If there was any question that the “Tesla moment” has arrived in yachting, the Silent 60 clearly provides a positive response.
Consider, for a moment, crossing oceans in silence at 5 to 6 knots without consuming a drop of fuel and never needing to plan your course between fuel stops. Imagine sitting at anchor and running the air conditioning all night, not to mention all the galley appliances plus the washer-dryer, without the hum or fumes from a genset.
During my time aboard the Silent-Yachts 60, the electric yacht cruised easily at 8 knots. When I whipped out my sound meter, it barely registered 52 decibels, which is about the sound of a dishwasher. The Silent monitors at the helm showed we were charging our 286 kWh lithium batteries at more wattage than we were using to spin the 340 kW motors, so we were ahead of the power-usage game—and this was in South Florida rain under a solid cloud layer. Had we upped the ante to the yacht’s top speed of 20 knots, it would have been drawing from rather than adding to the batteries, but the speed capability gives skippers the option to outrun weather (or just get to the best moorings first).
The Silent 60 is a catamaran design for several reasons. First, the twin hulls are easily driven to minimize the power needed. Second, with nearly 30 feet of beam, there is enough deck area for the solar panels needed to create power.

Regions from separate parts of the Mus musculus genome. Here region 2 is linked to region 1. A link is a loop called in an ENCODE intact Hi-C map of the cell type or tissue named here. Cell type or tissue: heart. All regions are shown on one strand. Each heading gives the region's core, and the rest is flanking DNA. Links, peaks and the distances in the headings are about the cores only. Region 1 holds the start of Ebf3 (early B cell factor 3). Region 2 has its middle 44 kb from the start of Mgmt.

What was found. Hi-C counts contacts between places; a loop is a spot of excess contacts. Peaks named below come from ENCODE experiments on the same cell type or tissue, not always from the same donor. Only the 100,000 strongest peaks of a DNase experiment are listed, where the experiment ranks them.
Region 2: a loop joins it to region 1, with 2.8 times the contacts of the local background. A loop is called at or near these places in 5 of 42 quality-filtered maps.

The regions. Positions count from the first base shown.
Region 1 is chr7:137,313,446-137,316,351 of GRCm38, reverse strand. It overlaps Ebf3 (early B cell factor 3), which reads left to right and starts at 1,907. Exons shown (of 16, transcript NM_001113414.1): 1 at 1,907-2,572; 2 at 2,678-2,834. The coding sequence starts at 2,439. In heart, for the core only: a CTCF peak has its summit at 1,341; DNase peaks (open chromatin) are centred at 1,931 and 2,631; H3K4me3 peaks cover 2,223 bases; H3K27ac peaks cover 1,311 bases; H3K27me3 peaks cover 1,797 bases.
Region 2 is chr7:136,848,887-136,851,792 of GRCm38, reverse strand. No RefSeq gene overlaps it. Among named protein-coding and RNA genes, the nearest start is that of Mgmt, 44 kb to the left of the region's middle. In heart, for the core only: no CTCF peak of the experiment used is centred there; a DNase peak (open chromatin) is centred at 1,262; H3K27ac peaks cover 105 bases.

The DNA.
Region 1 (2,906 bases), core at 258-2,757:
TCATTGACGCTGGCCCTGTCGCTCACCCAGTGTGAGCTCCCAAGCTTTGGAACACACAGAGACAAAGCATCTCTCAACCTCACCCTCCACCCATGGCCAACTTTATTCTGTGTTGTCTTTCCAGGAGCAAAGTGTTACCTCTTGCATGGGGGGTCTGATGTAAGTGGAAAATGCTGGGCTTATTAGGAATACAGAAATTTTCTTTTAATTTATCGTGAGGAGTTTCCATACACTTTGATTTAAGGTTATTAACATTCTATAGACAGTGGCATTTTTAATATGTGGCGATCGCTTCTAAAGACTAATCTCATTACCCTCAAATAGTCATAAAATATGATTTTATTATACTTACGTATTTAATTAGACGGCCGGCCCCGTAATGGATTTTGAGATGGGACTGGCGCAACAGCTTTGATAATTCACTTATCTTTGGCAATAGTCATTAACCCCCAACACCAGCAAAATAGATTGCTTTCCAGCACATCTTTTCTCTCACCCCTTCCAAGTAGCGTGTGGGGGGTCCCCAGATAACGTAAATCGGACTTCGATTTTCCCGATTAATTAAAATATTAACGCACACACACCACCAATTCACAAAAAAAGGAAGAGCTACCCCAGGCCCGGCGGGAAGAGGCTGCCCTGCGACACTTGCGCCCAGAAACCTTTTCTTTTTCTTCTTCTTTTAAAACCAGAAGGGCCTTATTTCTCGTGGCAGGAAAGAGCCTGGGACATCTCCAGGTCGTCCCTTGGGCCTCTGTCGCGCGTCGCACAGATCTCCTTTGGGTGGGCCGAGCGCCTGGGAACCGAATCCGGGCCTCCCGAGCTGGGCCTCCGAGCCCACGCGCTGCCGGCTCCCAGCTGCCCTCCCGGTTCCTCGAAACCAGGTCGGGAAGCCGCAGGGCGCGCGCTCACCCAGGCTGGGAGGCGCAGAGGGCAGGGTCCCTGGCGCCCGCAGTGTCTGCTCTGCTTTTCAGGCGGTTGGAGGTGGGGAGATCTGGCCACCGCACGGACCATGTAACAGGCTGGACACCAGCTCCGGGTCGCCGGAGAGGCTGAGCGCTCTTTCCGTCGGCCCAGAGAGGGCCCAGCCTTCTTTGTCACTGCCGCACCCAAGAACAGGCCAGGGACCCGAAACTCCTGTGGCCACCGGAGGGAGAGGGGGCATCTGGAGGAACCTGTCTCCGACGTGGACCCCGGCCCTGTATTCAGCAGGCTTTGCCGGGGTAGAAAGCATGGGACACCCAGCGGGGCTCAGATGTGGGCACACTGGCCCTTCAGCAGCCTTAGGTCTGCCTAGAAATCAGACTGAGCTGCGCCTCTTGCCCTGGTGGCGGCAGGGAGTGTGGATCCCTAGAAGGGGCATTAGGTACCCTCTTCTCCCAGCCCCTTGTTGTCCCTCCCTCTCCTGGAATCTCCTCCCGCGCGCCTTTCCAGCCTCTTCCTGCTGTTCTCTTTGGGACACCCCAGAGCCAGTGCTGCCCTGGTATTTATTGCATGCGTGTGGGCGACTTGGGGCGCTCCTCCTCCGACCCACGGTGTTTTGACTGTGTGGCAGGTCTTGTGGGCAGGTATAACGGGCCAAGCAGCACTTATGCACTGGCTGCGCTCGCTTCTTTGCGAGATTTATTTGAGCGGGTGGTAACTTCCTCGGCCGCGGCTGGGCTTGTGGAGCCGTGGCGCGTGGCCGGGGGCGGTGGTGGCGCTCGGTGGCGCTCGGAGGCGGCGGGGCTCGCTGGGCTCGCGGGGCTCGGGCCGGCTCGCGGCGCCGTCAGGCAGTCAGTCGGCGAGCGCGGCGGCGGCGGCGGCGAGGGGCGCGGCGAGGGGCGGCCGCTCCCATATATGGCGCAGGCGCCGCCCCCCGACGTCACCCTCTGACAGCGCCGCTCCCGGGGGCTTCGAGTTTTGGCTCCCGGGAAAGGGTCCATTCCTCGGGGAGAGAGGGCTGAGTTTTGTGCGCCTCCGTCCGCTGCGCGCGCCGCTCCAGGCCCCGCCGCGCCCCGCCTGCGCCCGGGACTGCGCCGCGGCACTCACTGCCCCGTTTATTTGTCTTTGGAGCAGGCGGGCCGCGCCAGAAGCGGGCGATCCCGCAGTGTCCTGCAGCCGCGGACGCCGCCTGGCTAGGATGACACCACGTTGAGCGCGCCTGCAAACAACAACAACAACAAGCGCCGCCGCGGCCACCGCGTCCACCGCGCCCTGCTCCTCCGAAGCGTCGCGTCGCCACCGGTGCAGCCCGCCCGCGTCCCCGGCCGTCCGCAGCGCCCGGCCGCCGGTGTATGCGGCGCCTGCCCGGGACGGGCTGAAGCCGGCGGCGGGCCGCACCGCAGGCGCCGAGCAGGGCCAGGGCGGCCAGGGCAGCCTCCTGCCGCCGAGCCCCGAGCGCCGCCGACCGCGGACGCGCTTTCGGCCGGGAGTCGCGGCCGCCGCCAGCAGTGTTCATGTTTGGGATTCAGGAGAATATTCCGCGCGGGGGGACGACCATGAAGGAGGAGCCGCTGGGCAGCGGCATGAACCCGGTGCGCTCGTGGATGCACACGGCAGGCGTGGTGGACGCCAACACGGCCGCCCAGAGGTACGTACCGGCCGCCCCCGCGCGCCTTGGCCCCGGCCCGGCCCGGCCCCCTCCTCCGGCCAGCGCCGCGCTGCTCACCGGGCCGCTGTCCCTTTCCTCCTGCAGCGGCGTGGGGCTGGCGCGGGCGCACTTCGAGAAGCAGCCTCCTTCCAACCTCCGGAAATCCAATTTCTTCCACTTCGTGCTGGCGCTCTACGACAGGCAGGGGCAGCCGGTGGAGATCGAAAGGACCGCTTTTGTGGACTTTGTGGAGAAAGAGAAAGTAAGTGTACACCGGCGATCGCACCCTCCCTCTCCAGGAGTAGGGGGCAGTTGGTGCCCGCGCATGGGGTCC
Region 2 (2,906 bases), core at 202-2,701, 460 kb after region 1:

Buyers can choose as many as six staterooms, each en suite with stall showers and nearly king-size berths. The salon also uses that beam well, providing bowling-alley space under 7-foot-6-inch headroom. With the Silent 60, the interior is basically a blank sheet, allowing buyers to tailor the layout to their cruising needs.
As for the engine rooms, NASA could take a page from Silent-Yachts: Everything is precisely labeled, placed for easy access and surgery-suite spotless. Externally, the Silent 60 is striking, with reversed bows and black graphic slashes on the topside that conceal dark-tinted windows (which provide bright, airy interiors to the staterooms). What catches the eye most, however, are the 42 solar panels that cover every inch of the cabin top as well as the hardtop over the flybridge. Produced by SunPower in California, these panels feed power to a lithium battery pack reportedly good for 3,000 charge cycles—or an estimated 35 years of normal boating use.
The Silent 60 I got aboard, which was Hull No. 3, had a four-stateroom layout. A larger stateroom forward in the starboard hull served as the master, with an athwartships berth, settee and built-in vanity. This yacht also had a walk-through Dutch door forward in the salon next to the helm, leading to settees on the foredeck as well as providing salon ventilation. Another benefit of the door for short-handed cruisers is quick access to the anchor gear under the foredeck.
Owners can sacrifice the forward door in favor of a forward master stateroom with a king berth just a couple of steps below the salon and an en suite head in the starboard hull. An intriguing design feature is the two outward-facing “window seats” indented into the stateroom on each side deck, which would make a wonderful spot at anchor with a good book.